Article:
The following information is for students interested in H412 Bachelor of Public Health and Health Promotion (Honours) and H400 Bachelor of Health Sciences (Honours).
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What is Honours?
The Honours year builds on the foundation of study in content and research methods provided by the three year undergraduate degree in Public Health and Health Promotion or Health Sciences.
The aim of the fourth, or Honours, year is to provide appropriate units of study to enhance graduate skills and employability, enable students to qualify for research candidature in a higher degree (MSc, MA and PhD), and to expand students' knowledge in their chosen field of study.
A number of themes cut across the research endeavours within the School of Health and Social Development, particularly the focus on social diversity and improving the health of marginalised/excluded groups, and a commitment to outcome-oriented research. Research in the School focuses on:
- gender, family, reproductive and sexual health
- sustainability, environments, communities, nature and health
- health, diversity and social inclusion
- violence and abuse: prevention and intervention
- professional practice and higher education in public health, health promotion, social work, occupational science and therapy.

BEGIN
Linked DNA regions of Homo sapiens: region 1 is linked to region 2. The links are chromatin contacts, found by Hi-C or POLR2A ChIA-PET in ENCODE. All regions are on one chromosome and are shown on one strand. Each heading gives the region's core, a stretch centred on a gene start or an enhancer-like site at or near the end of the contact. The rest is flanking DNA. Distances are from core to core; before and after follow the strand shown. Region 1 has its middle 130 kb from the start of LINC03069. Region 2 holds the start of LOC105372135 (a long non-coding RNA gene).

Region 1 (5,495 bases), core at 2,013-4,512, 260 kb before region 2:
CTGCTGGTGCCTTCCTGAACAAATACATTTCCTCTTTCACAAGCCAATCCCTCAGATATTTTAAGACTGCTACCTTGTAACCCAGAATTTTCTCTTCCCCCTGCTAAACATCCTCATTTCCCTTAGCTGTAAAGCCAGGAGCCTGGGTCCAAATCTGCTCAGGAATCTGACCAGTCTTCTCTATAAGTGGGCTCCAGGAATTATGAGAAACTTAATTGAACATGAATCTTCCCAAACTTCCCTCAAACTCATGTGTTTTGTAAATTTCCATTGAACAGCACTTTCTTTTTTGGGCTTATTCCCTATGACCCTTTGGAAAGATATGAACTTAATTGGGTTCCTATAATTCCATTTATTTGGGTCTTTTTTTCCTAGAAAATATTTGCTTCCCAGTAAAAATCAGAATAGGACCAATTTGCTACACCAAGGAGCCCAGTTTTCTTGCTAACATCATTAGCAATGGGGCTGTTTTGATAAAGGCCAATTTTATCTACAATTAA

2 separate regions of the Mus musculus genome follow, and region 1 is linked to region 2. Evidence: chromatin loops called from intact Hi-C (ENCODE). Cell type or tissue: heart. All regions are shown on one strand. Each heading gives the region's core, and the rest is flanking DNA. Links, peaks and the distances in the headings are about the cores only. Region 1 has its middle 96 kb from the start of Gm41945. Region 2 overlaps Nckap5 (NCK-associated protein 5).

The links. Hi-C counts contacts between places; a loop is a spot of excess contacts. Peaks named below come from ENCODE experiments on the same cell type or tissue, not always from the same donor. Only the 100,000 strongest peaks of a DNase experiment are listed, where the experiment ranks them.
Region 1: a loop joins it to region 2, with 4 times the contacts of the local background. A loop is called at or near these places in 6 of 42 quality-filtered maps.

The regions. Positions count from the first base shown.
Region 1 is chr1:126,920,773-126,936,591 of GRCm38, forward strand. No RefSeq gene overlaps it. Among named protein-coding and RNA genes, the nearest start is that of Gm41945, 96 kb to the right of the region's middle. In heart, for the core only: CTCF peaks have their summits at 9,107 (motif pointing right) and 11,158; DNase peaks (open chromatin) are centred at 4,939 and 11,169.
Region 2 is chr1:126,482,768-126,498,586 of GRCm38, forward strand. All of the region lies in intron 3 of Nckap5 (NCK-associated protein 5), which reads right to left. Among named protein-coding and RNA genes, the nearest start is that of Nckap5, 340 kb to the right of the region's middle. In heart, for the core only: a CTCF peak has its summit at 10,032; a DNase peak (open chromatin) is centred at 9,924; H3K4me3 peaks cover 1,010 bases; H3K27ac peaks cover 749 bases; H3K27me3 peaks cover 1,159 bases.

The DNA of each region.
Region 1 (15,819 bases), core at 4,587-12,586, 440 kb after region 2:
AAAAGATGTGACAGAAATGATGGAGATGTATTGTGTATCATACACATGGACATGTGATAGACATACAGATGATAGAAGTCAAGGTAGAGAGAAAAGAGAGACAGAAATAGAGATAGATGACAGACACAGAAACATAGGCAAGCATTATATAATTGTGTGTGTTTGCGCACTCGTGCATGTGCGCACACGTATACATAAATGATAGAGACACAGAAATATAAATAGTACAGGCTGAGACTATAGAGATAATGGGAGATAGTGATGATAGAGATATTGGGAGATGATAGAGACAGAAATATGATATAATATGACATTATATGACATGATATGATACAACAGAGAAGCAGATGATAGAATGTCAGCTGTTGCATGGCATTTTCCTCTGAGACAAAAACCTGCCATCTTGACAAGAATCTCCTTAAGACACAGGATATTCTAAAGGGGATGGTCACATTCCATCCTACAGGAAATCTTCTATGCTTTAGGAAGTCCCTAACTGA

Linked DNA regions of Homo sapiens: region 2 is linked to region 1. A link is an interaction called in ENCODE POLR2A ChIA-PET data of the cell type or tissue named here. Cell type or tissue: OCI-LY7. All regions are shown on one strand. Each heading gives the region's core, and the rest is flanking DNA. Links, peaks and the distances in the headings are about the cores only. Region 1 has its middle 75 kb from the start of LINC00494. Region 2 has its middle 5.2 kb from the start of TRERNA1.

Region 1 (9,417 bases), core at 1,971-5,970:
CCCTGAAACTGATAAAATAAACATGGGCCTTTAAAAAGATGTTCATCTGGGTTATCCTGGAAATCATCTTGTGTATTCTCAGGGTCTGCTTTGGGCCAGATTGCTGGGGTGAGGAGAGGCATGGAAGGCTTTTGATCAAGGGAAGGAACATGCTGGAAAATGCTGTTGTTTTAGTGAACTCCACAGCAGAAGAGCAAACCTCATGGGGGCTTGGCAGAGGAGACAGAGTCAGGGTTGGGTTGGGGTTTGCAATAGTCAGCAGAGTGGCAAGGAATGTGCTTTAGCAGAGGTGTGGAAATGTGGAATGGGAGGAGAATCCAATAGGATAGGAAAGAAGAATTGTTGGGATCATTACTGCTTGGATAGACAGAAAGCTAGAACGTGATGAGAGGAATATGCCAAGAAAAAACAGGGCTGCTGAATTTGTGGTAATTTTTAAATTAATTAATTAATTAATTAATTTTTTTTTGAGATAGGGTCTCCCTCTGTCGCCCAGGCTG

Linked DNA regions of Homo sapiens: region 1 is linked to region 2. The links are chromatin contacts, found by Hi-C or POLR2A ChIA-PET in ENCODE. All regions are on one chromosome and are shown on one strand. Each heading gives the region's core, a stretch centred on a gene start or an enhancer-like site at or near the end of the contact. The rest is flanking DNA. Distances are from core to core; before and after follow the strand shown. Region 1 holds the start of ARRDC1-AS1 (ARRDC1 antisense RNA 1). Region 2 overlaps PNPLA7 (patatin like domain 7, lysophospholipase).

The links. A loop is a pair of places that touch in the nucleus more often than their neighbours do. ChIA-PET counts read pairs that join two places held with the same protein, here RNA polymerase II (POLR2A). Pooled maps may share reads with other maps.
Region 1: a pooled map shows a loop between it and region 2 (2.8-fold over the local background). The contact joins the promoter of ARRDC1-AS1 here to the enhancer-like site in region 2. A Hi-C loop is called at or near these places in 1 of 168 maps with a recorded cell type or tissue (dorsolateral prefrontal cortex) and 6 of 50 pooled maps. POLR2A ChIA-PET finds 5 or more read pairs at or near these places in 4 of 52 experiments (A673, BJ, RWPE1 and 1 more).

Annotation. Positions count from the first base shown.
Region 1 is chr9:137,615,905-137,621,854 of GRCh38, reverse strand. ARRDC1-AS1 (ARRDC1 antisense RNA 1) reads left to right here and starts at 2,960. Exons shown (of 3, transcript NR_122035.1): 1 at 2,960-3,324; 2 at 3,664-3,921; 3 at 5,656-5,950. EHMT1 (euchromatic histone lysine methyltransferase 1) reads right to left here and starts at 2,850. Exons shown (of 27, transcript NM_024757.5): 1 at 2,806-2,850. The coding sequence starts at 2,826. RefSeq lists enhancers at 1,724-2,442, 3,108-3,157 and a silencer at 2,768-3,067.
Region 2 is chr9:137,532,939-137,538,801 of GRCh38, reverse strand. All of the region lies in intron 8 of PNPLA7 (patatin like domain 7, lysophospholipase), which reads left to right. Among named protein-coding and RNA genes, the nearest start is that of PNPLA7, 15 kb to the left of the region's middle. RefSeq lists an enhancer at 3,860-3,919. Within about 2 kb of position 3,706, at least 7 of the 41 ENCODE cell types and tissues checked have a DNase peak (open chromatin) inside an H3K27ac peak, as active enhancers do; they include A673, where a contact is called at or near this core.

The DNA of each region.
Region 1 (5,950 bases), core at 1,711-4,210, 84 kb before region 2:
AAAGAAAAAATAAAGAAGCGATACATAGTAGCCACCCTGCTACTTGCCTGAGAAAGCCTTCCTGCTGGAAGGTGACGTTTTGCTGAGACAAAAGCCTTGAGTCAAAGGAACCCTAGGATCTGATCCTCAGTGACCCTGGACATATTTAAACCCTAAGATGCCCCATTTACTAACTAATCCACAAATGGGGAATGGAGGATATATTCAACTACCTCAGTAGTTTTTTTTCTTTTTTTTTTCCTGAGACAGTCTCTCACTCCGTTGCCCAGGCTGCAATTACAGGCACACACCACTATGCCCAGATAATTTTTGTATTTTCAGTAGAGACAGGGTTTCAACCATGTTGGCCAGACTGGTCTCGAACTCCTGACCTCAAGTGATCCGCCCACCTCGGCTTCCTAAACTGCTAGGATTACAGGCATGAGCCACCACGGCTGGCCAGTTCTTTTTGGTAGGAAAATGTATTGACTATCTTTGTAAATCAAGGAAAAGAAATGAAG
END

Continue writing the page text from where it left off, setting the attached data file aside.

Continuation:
What does Honours study involve?
In the Honours programs a candidate must complete the equivalent of eight credit points over one year of full-time study or two years of part-time study. The requirements include an independent research project/thesis worth four credit points conducted under the supervision of two supervisors, at least one of whom will be a School of Health and Social Development staff member; a two-credit points unit in research methods; and a two credit points unit in developing research skills in health sciences.
What skills will I gain by doing Honours?
During your Honours studies you will:
- Develop higher level skills in information retrieval and the critical analysis of published material
- Develop conceptual frameworks and methodological procedures for the collection, analysis and interpretation of data
- Become familiar with significant ethical and professional issues
- Produce a thesis which demonstrates evidence of research ability and written communication skills
Professor Steven Allender
+61 3 5227 8305
Dr Gary Sacks
Ph: +61 3 9251 7105
Please note that applications for entry into H400/H412 to commence 2015 are due by 30 November 2014. Information on current Honours projects can be found below.
APPLY FOR 2015 HERE